Byebrook Farm and Cheese
In 1985, Paul and Gwen Deysenroth began farming on Gwen’s family’s farm in Bloomville, Delaware County. Their sons — Paul, Daniel and Dennis — are the eighth generation to live and farm there. The 154-acre dairy farm consists of approximately 40 Holsteins and an equal number of young stock. The herd is grass-based, intensive grazing on pasture during the summer months and feeding on dry hay and baleage through the winter. Byebrook Farm is a model for grazing workshops and routinely hosts Council outings and pasture walks. In 2008, the New York State Agricultural Society recognized Byebrook Farm as a bicentennial farm.
In 1992, the family enrolled as a pilot farm in the Watershed Agricultural Program. Since then, the farm has benefited from the Ag Program in many ways. The Best Management Practices implemented on the farm include: calf and heifer housing, watering systems, fencing, milk house waste systems and laneways. Byebrook also participates in the Nutrient Management Credit Program where they receive benefits annually for properly handling their manure. The farm is also a member of the Pure Catskills by local campaign.
In 2002, Paul and Gwen caught the itch to diversify their business. Looking for a way to make more money — without expanding their herd, and hope fully support two families (should one of their sons choose to farm) — the Dey senroth’s explored their value-added options in dairy. Paul had always dreamed of bottling and selling the farm’s milk, but with the expense and laws associated with bottling, the couple began researching cheesemaking. A watershed-sponsored tour of a Hudson Valley cheese producer sparked the couple’s interest. Paul and Gwen began travelling to other cheese producers and educating themselves on the process and industry regulations. After visiting a Vermont cheesemaker with a similar farm to their own, they decided on Gouda cheese.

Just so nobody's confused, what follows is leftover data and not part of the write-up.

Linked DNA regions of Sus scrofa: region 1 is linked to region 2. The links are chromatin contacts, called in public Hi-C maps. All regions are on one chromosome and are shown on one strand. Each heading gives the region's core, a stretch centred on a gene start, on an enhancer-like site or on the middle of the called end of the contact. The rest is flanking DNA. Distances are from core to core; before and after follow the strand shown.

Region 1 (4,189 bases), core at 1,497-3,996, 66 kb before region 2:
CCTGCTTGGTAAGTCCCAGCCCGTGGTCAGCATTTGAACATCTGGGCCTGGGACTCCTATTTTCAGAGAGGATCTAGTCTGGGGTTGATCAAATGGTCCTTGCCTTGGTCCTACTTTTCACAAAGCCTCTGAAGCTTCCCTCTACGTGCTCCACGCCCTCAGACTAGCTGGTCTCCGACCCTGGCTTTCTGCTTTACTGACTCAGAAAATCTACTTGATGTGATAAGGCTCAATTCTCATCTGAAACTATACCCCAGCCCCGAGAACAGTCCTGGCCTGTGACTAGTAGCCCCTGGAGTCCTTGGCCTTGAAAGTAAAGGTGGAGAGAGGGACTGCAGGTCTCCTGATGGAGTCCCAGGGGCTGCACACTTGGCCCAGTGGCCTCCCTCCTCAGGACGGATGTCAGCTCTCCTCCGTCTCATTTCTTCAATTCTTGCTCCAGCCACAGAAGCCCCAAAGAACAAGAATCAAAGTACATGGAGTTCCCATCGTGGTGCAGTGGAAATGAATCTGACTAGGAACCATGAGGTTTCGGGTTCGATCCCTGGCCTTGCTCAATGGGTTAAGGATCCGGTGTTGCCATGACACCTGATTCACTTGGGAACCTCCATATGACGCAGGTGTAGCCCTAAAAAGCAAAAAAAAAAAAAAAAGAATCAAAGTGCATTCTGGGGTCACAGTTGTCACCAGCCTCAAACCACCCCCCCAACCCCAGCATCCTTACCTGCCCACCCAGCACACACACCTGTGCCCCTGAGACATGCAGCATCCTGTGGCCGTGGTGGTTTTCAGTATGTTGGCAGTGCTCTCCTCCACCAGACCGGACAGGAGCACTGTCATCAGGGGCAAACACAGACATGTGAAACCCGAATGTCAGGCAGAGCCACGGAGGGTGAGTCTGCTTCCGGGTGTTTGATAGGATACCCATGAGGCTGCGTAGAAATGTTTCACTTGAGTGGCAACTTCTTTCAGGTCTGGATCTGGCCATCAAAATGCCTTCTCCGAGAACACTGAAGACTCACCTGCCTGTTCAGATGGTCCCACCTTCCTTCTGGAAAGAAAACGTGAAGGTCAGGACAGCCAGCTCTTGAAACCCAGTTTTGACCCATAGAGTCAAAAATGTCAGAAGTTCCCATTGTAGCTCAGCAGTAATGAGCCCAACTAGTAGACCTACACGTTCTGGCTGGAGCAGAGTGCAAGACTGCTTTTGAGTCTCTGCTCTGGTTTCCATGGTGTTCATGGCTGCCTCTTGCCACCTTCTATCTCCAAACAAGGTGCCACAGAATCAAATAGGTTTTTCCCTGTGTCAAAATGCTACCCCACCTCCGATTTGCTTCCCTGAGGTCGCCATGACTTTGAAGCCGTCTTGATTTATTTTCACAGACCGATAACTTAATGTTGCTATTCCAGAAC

In May 2008, the Deysenroth’s produced their first batch of Byebrook Raw-Milk Gouda cheese. Over the last year, the family has brought 13 batches of cheese, with its signature red wax rind and eye-catching label, to market. The cheese — sold at the Delhi and Andes farmers’ markets, local stores and on the farm – regularly sells out. The cheese is currently made by Paul, Gwen, and son Daniel at the Cooperstown Cheese Company in Milford, NY. Paul hauls 2,000 pounds of milk to Milford in a bulk tank and transports the finished product, 200 pounds of cheese, back to the farm. The cheese is aged for at least 60 days in an aging room that was built adjacent to the farm’s milk house. “We really get enjoy ment out of selling our milk directly to the consumer,” says Gwen.
So what does the future hold for Byebrook Farm? Realistically with milk prices remaining low and their youngest son, Dennis now farming side by side with the couple, they would like to expand the cheese-making business and produce the cheese on-site. When asked if they would like to make cheesemaking a full-time career, Gwen replied, “We’re not really the indoor type of people.” So for now, the cheese is selling and they’re taking it one batch at a time. With all three sons, daughter-in-law and two granddaughters living on the farm, there is never a dull moment…and hay (and cheese) help is always just a stone’s throw away.
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